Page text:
Honolulu, HI (PressExposure) November 01, 2006 -- An expert on one of the most beautiful gems mined in America, the Oregon Sunstone, will share her knowledge of that gem along with insight into the highly popular âfire opalâ as the next guest lecturer at the Gem Museum/Store in Honolulu, Hawaii.
Karla Brom Proud will reveal the highlights and secrets of the Sunstone and Fire Opal, during three lectures each day at 11 a.m., 3:30 p.m. and 5:30 p.m. Nov. 1, 2, 3, 4. The gem museum is in the Waikiki Galleria Office Towers at 2222 Kalakaua, Suite 1414 Honolulu. The museum is open to the public from 10 a.m. to 7 p.m. Monday through Saturday.
The museum, founded by famed gem hunter and adventurer Gary Bowersox, houses one of the largest collections of gems in the world.
The Sunstone, the state gemstone of Oregon, is mined by the Dust Devil Mining Company in central Oregon. Proud has designed finished jewelry using the Sunstone for some 30 Fred Meyer Fine Jewelry stores in the Northwest.
Oregon is one of the few places where the Sunstone is found large enough to cut stones for jewelry. Oregon is also the only place in the world that this gem grade material contains copper which cause the stones to range in color from water clear to yellow and many shades of green, red and pink. Some rare Sunstones actually change colors in different light.
Oregon Sunstone has been gaining popularity with collectors, artists, and jewelry lovers everywhere. It is now one of the leading gemstones mined in the U.S.
Karla Proud not only is a consultant with Dust Devil Mining Company but also spent last summer as a guest lecturer on the Sunstone aboard the Queen Elizabeth II while on a Mediterranean cruise.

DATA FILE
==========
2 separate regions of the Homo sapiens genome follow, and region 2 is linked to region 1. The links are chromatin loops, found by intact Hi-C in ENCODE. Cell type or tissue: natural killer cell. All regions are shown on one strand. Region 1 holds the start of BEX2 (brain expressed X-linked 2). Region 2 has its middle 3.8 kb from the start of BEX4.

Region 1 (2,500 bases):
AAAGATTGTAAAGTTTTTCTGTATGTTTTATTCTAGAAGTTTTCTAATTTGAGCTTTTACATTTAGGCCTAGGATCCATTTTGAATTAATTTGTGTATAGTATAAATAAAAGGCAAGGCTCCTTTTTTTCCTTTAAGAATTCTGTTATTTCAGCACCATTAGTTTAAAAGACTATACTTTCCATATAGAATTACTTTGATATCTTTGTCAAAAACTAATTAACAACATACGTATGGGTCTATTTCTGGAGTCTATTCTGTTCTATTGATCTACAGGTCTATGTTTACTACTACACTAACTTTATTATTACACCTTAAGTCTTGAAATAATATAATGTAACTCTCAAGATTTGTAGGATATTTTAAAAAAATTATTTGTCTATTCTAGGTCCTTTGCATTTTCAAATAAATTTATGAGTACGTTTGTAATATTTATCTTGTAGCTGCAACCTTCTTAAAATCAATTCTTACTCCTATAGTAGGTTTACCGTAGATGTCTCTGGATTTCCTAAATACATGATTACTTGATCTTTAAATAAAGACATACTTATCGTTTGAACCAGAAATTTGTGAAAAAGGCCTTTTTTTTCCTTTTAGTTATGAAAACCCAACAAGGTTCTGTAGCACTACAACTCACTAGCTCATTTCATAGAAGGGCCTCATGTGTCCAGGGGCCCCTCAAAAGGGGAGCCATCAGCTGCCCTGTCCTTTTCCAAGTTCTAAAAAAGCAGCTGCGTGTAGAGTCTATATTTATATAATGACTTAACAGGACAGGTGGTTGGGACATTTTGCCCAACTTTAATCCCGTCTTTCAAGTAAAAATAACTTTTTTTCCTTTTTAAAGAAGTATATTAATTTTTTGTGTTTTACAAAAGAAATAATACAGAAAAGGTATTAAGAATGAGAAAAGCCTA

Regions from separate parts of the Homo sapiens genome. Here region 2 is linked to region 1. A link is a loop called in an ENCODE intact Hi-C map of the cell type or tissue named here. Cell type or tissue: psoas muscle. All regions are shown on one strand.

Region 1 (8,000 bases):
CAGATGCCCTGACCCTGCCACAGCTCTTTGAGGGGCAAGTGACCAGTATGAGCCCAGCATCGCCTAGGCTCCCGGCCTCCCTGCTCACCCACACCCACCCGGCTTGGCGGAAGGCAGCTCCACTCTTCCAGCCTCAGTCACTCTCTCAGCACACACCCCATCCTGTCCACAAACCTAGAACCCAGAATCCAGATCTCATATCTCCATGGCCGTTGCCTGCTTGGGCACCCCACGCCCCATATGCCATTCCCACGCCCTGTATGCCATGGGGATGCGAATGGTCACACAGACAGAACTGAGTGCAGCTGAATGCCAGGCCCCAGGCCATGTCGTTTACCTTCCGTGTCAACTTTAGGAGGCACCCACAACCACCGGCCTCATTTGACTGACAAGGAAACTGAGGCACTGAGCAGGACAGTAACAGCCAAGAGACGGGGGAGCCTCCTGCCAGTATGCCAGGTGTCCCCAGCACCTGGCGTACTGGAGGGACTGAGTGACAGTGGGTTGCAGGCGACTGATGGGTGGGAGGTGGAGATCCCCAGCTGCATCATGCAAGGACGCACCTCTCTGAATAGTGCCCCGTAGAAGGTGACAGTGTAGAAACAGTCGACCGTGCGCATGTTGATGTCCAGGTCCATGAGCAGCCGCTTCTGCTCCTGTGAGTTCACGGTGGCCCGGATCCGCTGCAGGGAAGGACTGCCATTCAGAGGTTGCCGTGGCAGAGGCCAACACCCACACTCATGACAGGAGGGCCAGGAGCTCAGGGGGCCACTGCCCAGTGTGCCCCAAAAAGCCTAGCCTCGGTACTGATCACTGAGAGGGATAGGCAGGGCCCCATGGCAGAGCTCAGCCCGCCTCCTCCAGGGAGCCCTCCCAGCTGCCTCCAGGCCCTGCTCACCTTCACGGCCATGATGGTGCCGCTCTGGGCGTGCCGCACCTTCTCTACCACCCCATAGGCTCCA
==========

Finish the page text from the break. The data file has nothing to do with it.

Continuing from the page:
Proud also is a consultant with the Juniper Ridge Opal Mine in southern Oregon to mine and developed the âfire opal,â which is similar in appearance to Mexicoâs fire opal. While most opals are renowned for the play of color and reflections from within, the Fire Opal is named for its fiery colors, including intense yellows, glowing oranges, and fiery reds.
The fire opal can be cut in graduated colors, which makes it one of the hottest gems now on the market. Although recently sold out, Proud hopes to have some fire opal finished jewelry ready for her appearance Nov. 1 in Hawaii.
Bowersoxâs Gem Museum/Store opened to the public in September of this year. Bowersox, author of Gem Hunter, True Adventures of an American in Afghanistan (ISBN 0-9747323-1-1 $29.95 505 pages), spent 34 years in Afghanistan discovering precious gems and leading an exciting life.
The result of Bowersoxâs career is a rare collection of 60,000 gems individually valued from $2 to $100,000 that can be viewed before or after visitors attend Proudâs lecture. For more information call: 808-792-3332 or 808-277-2543 or visit: http://www.thegemhunters.com/
Other guest lecturers will include Bowersox, Guy Clutterback of Zambia, Sabir Rasool of Pakistan, Mir Waees Khan of Afghanistan, and Ron Ringsrud of Columbia.